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About olalf

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    Bettendorf, Iowa, USA

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  1. One of these days I'll hopefully find one of the 1/16 scale AMT 55' Nomads at a fair price. Looks like your 1/25 was a fun build the way you did it. alf in Iowa
  2. Kind of a fun thread so please permit me to take part. Until recently in Rock Island, Illinois, US there was a daily-driver EDSEL station wagon (1958-1960) that was owned and used by a junker. Junker in Midwest American English being a person who cruises the streets and alleys following a route that keeps him just hours ahead of the municipal trash pickup crews. They pick up the metal and what other salable trash they can and that's pretty much how they make their living. Anyway, every time I see him the Edsel is overflowing with junk; steel bed frame rails, aluminum window frame extrusions, bicycle frames and wheels, etc. The car is in its original paint very faded and with a fair amount of deep rust but it just keeps on working for the guy. AND as frosting for that sighting, just last week I saw a lady driving a left hand drive red MG TD, pretty faded so it was probably original paint but not even a tinge of rust. Nice looking 55-60-ish lady and fairly adept at the double-clutching for the non-syncro transmission too. Alf in Iowa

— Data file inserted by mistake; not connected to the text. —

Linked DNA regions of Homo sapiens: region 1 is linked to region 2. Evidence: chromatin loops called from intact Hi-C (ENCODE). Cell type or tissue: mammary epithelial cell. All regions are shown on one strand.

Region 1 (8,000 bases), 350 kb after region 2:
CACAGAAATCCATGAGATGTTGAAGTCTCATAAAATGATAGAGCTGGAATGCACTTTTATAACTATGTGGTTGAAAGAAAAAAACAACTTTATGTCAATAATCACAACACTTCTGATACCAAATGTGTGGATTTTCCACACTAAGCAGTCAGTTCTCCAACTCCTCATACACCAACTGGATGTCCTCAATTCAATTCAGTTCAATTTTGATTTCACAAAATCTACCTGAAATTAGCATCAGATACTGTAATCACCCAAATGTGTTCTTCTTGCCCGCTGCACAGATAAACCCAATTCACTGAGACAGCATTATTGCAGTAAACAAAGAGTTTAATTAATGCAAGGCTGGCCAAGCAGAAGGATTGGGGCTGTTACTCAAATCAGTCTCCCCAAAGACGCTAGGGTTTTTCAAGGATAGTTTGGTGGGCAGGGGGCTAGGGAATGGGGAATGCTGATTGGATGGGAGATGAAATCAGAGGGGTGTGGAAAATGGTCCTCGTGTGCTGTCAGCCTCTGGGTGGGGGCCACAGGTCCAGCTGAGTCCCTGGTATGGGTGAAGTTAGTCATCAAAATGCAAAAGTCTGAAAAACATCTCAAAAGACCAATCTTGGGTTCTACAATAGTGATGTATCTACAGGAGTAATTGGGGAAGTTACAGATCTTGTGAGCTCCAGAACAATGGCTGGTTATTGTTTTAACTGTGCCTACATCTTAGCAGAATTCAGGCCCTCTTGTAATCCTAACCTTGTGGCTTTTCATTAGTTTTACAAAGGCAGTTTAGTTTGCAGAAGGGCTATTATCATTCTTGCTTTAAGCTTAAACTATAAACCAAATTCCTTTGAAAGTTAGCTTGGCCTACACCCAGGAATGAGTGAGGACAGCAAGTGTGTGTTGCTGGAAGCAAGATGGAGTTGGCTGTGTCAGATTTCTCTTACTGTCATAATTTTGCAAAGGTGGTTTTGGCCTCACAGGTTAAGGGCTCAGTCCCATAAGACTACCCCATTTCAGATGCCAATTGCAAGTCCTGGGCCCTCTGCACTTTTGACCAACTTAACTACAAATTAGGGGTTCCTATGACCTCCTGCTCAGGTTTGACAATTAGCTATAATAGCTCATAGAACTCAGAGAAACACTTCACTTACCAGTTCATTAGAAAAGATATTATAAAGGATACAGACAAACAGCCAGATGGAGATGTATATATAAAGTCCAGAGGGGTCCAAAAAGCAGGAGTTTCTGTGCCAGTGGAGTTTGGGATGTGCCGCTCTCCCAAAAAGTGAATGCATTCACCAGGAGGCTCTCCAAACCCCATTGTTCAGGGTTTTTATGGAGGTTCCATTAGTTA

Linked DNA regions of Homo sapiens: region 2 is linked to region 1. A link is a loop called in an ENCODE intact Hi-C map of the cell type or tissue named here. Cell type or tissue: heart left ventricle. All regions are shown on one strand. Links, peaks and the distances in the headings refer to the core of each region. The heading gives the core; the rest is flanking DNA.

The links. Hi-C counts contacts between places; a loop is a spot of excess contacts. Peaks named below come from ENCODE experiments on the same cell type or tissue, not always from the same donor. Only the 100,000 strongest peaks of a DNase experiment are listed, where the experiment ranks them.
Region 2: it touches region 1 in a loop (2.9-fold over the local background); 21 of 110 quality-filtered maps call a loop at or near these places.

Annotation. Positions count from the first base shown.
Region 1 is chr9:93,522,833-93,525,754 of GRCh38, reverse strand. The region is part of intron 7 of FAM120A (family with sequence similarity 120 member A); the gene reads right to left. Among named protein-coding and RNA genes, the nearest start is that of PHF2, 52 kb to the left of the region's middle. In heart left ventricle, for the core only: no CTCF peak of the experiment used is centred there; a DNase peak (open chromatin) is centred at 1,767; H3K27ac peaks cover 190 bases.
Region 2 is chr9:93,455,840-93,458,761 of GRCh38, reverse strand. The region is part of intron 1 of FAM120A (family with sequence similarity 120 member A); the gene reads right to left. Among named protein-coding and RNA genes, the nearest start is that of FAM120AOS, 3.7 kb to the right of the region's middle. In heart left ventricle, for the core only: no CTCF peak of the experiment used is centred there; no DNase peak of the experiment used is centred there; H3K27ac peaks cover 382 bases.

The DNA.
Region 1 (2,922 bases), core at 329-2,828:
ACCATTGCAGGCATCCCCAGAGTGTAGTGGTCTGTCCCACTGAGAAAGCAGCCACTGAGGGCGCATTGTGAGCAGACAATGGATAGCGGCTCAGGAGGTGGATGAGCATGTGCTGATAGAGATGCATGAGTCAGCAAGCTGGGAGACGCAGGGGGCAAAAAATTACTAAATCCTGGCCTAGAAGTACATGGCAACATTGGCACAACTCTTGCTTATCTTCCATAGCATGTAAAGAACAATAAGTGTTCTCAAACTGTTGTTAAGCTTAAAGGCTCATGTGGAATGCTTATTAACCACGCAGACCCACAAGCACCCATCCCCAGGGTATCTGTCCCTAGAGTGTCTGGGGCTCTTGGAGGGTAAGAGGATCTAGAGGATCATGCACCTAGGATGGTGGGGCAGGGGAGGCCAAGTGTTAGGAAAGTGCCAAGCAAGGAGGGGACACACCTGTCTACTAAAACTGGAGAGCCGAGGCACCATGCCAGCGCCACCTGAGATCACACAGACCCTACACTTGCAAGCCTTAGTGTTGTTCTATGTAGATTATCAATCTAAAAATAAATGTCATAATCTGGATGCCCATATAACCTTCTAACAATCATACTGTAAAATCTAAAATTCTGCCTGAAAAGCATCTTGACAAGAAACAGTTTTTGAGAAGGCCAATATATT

3. Very nice looking build, thanks for sharing it alf in Iowa
  4. A lifetime or two ago a TC kit in some scale I can't now remember was sold by Monogram. I vaguely remember it and don't remember any of the particulars, but I know I kitbashed a model of Ken Miles' "Flying Shingle" with that kit. Long gone now and stretch my memory as I might, I can't even remember what "Flying Shingle" looked like. Looks like my research project for the day just arose! But back to your build here, very nice indeed. You've given me the urge to go about getting one. alf in Iowa --------- EDIT! Gimminynutz! I just did some easy Googling and found all kinds of stuff on Miles' Flying Shingle and now I tend to doubt that the kitbash I did on a Monogram TC was anything at all like the Flying Shingle. Likely more like just a channeling job and maybe radiator shortening at most. Damn, lousy memory. Oh well, back to the old folks home for me. . . alf in Iowa
  5. Being not oblivious to the overall Mother Country theme and purpose of these forums, I firmly plant tongue in cheek and comment that here on the left shore of the Atlantic the Chev engined Listers seemed to be more prevalent. And besides, they made a lot more and a whole different noise.✌ alf in Iowa
  6. Har! After more than 56 years, my single most vivid memory of attending sports car races still is that of the sound and sight of Walt Hansgen's Lister Chev doing mebbe 150 mph or so down through the forested backstretch valley (aptly named Thunder Valley) at Elkhart Lake Road America, in either Sept '59 or June '60.